25There was a man named Simeon in Jerusalem who was very devout. He looked for Israel to receive God’s consolation, and the Holy Spirit was with him. 26The Spirit had told him that he would not die before he had seen the LORD’s Messiah. 27With the Spirit’s guidance he had entered the temple just as the parents brought the child Jesus to present him to the LORD. 28Simeon took the child in his arms and praised God. He said,

29“Master, now dismiss your servant in peace as you promised. 30My eyes have seen your salvation, 31which you have arranged for all peoples, 32as a light to the Gentiles and glory to your people Israel.”

32The child’s parents were amazed by what he had said about the child. 34And then Simeon blessed them and said to Mary, “This child’s destiny is to oversee the falling and the rising of many in Israel. He will be a sign that will be opposed 35in such a way that the secret desires of many will be exposed. And a sword will pierce your soul as well.”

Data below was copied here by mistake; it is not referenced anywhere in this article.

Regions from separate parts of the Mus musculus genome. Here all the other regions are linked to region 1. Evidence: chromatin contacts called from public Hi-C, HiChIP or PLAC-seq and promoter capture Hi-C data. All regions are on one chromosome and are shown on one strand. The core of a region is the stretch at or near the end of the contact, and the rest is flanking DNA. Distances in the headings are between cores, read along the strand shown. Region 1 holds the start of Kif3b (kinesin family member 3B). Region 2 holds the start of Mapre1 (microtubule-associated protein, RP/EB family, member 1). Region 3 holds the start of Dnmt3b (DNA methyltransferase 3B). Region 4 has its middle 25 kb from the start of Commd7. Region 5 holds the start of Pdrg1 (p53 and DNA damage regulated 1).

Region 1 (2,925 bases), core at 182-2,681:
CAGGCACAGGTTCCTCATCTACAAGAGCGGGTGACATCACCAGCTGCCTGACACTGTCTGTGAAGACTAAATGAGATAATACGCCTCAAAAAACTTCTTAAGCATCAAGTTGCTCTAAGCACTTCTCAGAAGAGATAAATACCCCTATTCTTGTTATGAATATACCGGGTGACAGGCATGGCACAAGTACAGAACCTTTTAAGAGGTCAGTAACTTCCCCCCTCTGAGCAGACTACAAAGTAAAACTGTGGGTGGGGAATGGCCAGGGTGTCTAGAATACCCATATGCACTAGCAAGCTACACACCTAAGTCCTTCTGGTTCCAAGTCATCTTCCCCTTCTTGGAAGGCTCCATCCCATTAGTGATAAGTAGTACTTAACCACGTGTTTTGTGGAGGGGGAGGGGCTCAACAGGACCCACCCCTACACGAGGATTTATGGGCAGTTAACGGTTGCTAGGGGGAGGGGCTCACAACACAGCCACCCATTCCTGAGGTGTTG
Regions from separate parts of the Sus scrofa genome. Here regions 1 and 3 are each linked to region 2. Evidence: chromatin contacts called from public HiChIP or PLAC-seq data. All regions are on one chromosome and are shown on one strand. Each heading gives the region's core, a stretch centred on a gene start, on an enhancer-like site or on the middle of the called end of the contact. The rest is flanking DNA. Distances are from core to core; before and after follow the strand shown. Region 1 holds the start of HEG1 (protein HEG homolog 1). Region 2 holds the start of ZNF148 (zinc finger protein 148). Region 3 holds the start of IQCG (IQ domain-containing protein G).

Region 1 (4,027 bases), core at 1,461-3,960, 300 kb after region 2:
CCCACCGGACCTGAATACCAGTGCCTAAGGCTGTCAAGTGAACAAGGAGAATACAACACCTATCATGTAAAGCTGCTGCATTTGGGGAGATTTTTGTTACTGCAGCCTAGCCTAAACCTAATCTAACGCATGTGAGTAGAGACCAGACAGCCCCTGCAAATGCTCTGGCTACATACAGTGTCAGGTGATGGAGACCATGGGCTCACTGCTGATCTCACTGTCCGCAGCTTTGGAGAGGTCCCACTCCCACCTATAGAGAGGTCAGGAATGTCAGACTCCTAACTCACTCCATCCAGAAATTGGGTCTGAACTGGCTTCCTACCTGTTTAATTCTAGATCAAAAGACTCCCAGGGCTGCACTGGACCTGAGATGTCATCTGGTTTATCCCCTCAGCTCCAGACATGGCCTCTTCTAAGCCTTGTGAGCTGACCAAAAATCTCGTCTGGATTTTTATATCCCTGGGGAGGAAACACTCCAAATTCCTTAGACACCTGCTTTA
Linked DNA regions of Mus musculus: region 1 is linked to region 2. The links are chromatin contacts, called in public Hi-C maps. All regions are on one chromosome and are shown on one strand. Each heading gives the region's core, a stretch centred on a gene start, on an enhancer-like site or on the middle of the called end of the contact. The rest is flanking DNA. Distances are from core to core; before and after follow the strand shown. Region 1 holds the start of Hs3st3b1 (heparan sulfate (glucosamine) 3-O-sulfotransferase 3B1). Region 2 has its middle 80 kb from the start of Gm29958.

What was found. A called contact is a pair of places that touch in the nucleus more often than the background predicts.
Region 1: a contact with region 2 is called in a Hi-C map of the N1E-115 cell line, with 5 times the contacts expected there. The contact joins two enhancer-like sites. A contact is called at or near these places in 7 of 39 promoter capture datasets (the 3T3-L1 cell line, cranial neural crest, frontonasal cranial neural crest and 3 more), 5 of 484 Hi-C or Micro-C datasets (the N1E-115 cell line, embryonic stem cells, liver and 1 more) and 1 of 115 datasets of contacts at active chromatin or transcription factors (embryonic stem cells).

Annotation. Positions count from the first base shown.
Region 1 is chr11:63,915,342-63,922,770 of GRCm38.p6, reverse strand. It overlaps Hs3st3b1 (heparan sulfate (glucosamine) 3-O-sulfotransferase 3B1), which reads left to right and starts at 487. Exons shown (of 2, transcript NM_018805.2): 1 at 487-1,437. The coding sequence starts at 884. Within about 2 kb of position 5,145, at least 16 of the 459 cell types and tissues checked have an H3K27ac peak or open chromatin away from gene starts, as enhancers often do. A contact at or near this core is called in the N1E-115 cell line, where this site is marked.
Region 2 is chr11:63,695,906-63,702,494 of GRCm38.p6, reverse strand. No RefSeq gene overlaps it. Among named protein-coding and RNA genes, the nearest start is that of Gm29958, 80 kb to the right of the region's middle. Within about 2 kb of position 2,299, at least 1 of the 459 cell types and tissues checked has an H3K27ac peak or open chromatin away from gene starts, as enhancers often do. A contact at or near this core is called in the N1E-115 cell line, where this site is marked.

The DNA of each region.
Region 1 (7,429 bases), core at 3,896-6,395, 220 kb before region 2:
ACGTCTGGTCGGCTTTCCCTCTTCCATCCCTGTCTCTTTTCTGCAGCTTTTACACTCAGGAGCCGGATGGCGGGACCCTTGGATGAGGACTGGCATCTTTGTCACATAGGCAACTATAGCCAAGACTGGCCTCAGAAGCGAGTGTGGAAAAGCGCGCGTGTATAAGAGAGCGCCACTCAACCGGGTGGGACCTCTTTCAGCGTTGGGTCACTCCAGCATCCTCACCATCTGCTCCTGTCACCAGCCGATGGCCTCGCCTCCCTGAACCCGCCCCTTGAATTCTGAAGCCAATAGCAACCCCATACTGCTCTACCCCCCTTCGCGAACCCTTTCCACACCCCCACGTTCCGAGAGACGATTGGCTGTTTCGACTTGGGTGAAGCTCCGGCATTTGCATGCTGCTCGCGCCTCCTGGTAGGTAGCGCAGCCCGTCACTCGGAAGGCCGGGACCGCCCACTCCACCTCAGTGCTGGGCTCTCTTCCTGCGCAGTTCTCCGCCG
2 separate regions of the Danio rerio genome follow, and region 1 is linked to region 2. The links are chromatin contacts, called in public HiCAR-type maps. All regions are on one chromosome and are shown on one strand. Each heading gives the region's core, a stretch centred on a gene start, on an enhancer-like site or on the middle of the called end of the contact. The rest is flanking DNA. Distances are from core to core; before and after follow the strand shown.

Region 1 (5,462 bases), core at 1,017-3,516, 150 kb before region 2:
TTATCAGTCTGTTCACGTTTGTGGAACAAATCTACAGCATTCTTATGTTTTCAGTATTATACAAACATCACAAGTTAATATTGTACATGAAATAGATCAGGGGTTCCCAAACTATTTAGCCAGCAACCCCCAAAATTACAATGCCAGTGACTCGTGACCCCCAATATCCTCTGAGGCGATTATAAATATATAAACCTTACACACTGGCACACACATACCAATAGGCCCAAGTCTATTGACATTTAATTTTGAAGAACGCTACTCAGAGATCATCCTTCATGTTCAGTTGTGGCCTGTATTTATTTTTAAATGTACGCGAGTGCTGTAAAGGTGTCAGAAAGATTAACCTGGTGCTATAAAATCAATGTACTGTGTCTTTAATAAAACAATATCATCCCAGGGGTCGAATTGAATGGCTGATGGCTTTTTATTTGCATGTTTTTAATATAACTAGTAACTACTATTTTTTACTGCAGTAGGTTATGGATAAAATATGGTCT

36A prophet named Anna was also there. She was the daughter of Phanuel of the tribe of Asher, and was very old. She had lived with her husband for seven years, 37and now she was a widow at eighty-four. She never left the temple, but worshiped there, fasting and praying night and day. 38She entered at that moment and began to praise God for the child, on behalf of the people who were looking for the restoration of Jerusalem.

39When they had completed all the LORD’s requirements, Mary and Joseph returned to their own town, Nazareth in Galilee. 40The child grew in strength and knowledge, and God’s favor was with him.

41Now his parents went to Jerusalem every year for the Passover festival. 42When Jesus was twelve years old they went as usual. 43When the festival ended they started back home. Jesus stayed behind in Jerusalem, but his parents weren’t aware of it. 44They assumed he was with their group of travelers, and they had traveled a whole day before they started looking for him among their friends and relatives. 45When they didn’t find him, they went back to Jerusalem to look for him. 46Three days later they found him in the temple with the teachers, taking part in their discussions and asking them questions. 47Everyone listening was surprised at his level of understanding and at the answers he gave. 48His parents were shocked when they saw him, and his mother said, “Young man, why have you ignored us like this? Your father and I have been looking all over for you. We were very worried about you.”